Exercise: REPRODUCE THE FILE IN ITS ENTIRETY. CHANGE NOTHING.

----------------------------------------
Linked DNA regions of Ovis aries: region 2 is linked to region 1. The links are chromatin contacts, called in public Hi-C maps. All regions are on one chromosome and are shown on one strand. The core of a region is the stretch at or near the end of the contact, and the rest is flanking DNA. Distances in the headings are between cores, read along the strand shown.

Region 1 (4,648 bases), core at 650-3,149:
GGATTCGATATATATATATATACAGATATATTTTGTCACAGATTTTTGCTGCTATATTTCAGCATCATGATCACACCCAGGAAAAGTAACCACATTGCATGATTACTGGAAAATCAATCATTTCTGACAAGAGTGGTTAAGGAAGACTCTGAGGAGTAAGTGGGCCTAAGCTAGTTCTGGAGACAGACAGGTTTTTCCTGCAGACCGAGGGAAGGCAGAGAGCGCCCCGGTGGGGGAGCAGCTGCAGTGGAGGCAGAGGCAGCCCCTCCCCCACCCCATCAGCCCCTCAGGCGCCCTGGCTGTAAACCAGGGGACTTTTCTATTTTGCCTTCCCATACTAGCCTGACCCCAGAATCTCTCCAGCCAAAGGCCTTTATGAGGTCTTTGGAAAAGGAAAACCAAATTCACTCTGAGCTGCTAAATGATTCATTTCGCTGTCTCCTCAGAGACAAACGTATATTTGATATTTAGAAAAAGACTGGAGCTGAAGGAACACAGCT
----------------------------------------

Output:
Linked DNA regions of Ovis aries: region 2 is linked to region 1. The links are chromatin contacts, called in public Hi-C maps. All regions are on one chromosome and are shown on one strand. The core of a region is the stretch at or near the end of the contact, and the rest is flanking DNA. Distances in the headings are between cores, read along the strand shown.

Region 1 (4,648 bases), core at 650-3,149:
GGATTCGATATATATATATATACAGATATATTTTGTCACAGATTTTTGCTGCTATATTTCAGCATCATGATCACACCCAGGAAAAGTAACCACATTGCATGATTACTGGAAAATCAATCATTTCTGACAAGAGTGGTTAAGGAAGACTCTGAGGAGTAAGTGGGCCTAAGCTAGTTCTGGAGACAGACAGGTTTTTCCTGCAGACCGAGGGAAGGCAGAGAGCGCCCCGGTGGGGGAGCAGCTGCAGTGGAGGCAGAGGCAGCCCCTCCCCCACCCCATCAGCCCCTCAGGCGCCCTGGCTGTAAACCAGGGGACTTTTCTATTTTGCCTTCCCATACTAGCCTGACCCCAGAATCTCTCCAGCCAAAGGCCTTTATGAGGTCTTTGGAAAAGGAAAACCAAATTCACTCTGAGCTGCTAAATGATTCATTTCGCTGTCTCCTCAGAGACAAACGTATATTTGATATTTAGAAAAAGACTGGAGCTGAAGGAACACAGCT